Want an in-depth look at Netflix’s 2020? I mean a couple of thousand words on everything from their stock price to subscriber growth to their biggest content to executive moves? And what it all means?
Well, check out my latest at Whats-On-Netflix, “Netflix’s 2020 Year in Review: Biggest Hits & Business Insights“
Ah for the olden days of evaluating content. In 2019, if you wanted to know, “What was the most popular film?” You just looked at the box office and saw that the answer was (very clearly) Avengers: Endgame. Even TV was relatively simple: Game of Thrones set global records for its entire final season.
(Though you could argue Stranger Things was close. But hey that complicates my narrative!)
In 2020, no simple measures will suffice. Box office disappeared in a cloud of Covid. And reliable linear TV ratings continue to sink. Meanwhile, streaming uses a bewildering array of metrics so we don’t really know what means what.
Which left it for me to figure it all out. Now that 2020 is over, I collected as many data points as I could, put on my former streaming executive hat, and tried to figure out what was the most popular film and TV show in 2020.
Check out both articles and let me know what you think. Did I get the winners right?
In what is now a recurring column, over at Decider I took a look at all the ratings data I could find to declare the streaming winner in the US for November. This one is packed with with charts, tables and data.
(If you’re curious for the older editions, here’s September and July.)
Also, I discuss the latest Nielsen streaming data in this thread:
It’s fascinating that between now and essentially March, Universal will be the only studio releasing films to theaters. And it’s able to do so because of its big “PVOD after three weeks” strategy it announced with AMC Theaters (and since others) in March.
The first film under this new partnership debuted two weeks back, Freaky, and The Croods 2 debuts today in whatever theaters are open in America. So what do I think? Check out Decider to find out.
In lieu of a big article this week—I was a pinch busy on some other projects and I’m also digging through a lot of viewership data from Nielsen—I wanted to shout out two guest articles that I never linked to on this website.
– First, I wrote about Netflix’s viewership over the summer at What’s On Netflix. I also continue to think Netflix is leaving “awareness” on the table by not releasing one series per quarter as a weekly series.
– Second, I wrote my extended thoughts on Quibi’s demise in this obituary for Decider. As always, the key art is tremendous at Decider.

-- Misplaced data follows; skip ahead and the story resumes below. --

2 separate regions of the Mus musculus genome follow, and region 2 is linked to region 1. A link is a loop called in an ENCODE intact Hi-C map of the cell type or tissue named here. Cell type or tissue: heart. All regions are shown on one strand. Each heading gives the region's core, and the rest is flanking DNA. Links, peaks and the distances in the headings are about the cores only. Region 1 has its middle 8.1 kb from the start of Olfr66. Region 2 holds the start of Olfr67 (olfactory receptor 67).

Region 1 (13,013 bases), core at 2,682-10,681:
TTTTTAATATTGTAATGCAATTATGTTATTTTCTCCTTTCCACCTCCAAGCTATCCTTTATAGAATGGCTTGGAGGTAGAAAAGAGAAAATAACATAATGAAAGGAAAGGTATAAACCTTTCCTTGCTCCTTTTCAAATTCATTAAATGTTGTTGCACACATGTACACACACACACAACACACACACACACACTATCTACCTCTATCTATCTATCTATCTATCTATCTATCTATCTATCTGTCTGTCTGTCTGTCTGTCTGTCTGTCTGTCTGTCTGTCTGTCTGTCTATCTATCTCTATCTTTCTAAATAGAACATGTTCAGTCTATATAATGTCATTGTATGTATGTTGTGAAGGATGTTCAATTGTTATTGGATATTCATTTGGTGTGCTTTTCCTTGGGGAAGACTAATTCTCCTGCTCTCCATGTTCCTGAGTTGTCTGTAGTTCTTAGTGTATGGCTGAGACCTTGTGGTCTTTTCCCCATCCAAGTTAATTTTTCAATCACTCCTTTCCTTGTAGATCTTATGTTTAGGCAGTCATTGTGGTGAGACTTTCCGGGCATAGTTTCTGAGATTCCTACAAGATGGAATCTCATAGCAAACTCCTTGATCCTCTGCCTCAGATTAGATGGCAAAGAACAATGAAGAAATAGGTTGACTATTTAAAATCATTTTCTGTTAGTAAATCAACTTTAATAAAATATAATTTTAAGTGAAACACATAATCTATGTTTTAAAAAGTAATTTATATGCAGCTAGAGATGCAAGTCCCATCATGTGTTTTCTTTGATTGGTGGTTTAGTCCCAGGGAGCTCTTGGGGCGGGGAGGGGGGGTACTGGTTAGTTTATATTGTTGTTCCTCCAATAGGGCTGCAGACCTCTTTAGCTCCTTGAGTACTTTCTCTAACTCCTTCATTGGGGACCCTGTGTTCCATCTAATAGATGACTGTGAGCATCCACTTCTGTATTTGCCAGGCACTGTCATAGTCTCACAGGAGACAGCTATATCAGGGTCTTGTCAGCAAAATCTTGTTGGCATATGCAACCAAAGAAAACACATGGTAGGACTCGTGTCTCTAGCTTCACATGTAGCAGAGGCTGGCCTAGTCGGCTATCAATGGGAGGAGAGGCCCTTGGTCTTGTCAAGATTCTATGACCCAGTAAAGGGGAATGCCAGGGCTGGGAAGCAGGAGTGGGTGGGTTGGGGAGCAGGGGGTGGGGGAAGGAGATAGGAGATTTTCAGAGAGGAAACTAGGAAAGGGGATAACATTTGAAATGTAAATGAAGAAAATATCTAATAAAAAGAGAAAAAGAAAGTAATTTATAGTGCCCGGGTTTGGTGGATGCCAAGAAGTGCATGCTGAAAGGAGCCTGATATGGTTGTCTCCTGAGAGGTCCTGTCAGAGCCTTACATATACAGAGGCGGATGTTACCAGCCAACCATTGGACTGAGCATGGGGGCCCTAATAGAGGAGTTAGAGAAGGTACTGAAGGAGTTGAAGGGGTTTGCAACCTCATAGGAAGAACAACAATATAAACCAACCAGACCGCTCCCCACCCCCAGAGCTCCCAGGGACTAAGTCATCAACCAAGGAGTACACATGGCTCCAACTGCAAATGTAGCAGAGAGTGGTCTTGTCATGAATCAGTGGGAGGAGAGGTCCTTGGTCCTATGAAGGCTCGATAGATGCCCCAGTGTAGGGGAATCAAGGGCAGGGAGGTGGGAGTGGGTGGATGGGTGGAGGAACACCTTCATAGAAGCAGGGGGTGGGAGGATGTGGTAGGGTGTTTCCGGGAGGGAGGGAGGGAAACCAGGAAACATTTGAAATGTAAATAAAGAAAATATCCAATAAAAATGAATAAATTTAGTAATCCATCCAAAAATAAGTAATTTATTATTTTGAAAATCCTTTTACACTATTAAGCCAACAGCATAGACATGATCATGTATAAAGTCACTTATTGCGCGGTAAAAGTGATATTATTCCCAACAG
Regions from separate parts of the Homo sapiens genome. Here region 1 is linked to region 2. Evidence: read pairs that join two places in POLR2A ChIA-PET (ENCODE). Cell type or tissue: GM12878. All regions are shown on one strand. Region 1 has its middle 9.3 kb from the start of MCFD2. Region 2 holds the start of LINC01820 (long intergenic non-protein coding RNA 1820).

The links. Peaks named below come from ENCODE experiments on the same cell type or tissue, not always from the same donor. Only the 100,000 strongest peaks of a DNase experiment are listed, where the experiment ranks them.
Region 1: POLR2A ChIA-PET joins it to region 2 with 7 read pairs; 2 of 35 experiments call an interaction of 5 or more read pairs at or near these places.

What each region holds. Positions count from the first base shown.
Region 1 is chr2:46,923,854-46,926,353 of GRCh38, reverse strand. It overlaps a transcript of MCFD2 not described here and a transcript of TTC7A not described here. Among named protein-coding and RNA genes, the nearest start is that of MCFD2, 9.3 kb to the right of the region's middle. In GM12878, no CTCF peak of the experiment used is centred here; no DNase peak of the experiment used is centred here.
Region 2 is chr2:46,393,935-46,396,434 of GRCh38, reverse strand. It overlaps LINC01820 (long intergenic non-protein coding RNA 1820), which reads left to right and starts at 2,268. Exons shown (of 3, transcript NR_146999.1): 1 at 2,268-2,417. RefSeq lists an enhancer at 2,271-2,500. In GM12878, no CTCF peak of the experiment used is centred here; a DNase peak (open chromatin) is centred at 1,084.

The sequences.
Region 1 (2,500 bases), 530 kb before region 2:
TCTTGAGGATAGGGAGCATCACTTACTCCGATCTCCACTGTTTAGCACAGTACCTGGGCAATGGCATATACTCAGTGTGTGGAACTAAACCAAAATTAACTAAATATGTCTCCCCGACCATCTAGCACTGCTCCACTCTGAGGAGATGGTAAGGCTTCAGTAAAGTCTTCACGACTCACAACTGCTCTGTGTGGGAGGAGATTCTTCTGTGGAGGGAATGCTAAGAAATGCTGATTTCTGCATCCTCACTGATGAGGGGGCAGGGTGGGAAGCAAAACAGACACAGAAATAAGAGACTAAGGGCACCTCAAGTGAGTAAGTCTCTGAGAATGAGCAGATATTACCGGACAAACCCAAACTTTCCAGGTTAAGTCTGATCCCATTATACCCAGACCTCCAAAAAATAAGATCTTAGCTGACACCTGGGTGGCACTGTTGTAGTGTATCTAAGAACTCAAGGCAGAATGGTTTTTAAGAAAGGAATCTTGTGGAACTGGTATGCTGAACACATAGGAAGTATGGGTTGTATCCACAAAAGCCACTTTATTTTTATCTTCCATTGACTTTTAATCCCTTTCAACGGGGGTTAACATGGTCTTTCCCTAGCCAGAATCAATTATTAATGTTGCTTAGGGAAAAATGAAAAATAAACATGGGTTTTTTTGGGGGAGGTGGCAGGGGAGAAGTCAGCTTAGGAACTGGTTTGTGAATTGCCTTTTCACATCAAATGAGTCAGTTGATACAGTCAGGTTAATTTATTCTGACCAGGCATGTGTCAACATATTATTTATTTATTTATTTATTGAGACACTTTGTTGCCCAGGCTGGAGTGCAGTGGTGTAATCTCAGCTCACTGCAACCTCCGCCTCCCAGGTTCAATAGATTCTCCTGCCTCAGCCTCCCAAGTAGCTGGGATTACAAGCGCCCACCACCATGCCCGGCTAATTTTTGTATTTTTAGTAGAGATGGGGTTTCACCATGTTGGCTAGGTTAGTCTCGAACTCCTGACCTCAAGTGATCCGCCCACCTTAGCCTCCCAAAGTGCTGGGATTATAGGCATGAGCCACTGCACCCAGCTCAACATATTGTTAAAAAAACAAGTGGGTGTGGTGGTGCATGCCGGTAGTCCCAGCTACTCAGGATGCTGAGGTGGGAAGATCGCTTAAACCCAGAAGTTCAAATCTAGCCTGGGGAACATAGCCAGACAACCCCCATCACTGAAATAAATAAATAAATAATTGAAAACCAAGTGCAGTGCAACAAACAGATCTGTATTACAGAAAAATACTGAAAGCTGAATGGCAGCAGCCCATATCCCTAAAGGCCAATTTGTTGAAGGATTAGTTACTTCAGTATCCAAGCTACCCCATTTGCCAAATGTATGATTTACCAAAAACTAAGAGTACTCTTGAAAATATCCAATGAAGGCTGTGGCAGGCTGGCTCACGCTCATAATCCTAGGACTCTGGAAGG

It’s fairly clear Netflix is cancelling more shows sooner than they have in year’s past. The latest victim is the space epic Away. This move is more than a streamer cancelling an expensive show that underperformed, it shows that Netflix is embracing (some) cost discipline as it enters its third decade.
Read about that at Decider. This one is short, but it packs in a lot of biz thoughts.
Well, I promised you takes on AMC Theaters and Comcast’s big new deal to launch feature films on “Premium Video on Demand” 17 days after release, and it’s finally up at Decider. What does that mean for theaters? Studios? And Streamer?
I explain in my latest along with some explanation for why this deal got completed.
July was a big month for straight-to-streaming films. With theaters still shut down in the United States (and in large parts of the world) streaming is where the action is.
A couple of weeks back, I started dabbling with Google Trends to look at the big streaming movies in July for my weekly column. One thing led to another…and I ended up writing nearly 2,000 words on it.
I pitched it to Decider and they just published it. So if you want to know:
– What was the most popular film globally in July on streaming…
– Or how well Hulu and Apple TV+ stacked up against Netflix…
– Or how well Netflix’s action films are doing…
– And who–if anyone–is making money on these films?
Then check out my latest. I give winners and losers and talk about what we can divine of the economics in this one.
And the winners—specifically how much they won by—may shock you.
Cut for Room Thought: Since Tenet is Delayed…
…should Warner Bros put it straight to HBO Max?
That’s essentially the question I’ve been asking in my long series, “Should your film go straight to Netflix?”. We’re in very different times than 2019, where I would have said no way. 80% of me still says, “No way.” (And it sounds like Warner Media agrees, based on their earnings call.) Potentially grossing a billion dollars at the box office is worth the risks. And then the film will be on HBO/HBO Max anyways.
…HBO Max needs something. They’re losing the Harry Potter films in August! The new Game of Thrones series is delayed for who knows how long. Is it worth taking a hit on Tenet to drive new subscribers to HBO Max in the US? 20% of me could see that argument.
If you’re up for some more Netflix data, I got you covered over at Whats-On-Netflix.com. I essentially wrote up this long Twitter thread…
…into a full-blown article for them. I added a section as well on genre films to show how dominate action films have been. Check it out.
If you don’t follow me on social or subscribe to my newsletter, you may have missed my latest guest article at The Ankler (behind a paywall). It’s a short one, but a goody.
In it I compared Netflix’s recent Hard R action films, and their “datecdotes”, to Netflix’s other big swings, like Bird Box and The Irishman. It’s behind The Ankler’s paywall, but worth it to find out about my provocative title. Not to step on the toes, but I don’t see how $15 a month streaming will ever make $200 million production budget feature films profitable. And this has ramifications for superhero, sci-fi and even animated films. Even if you don’t buy that thesis, it has a good comparison of all their films recent performance.
Check it out!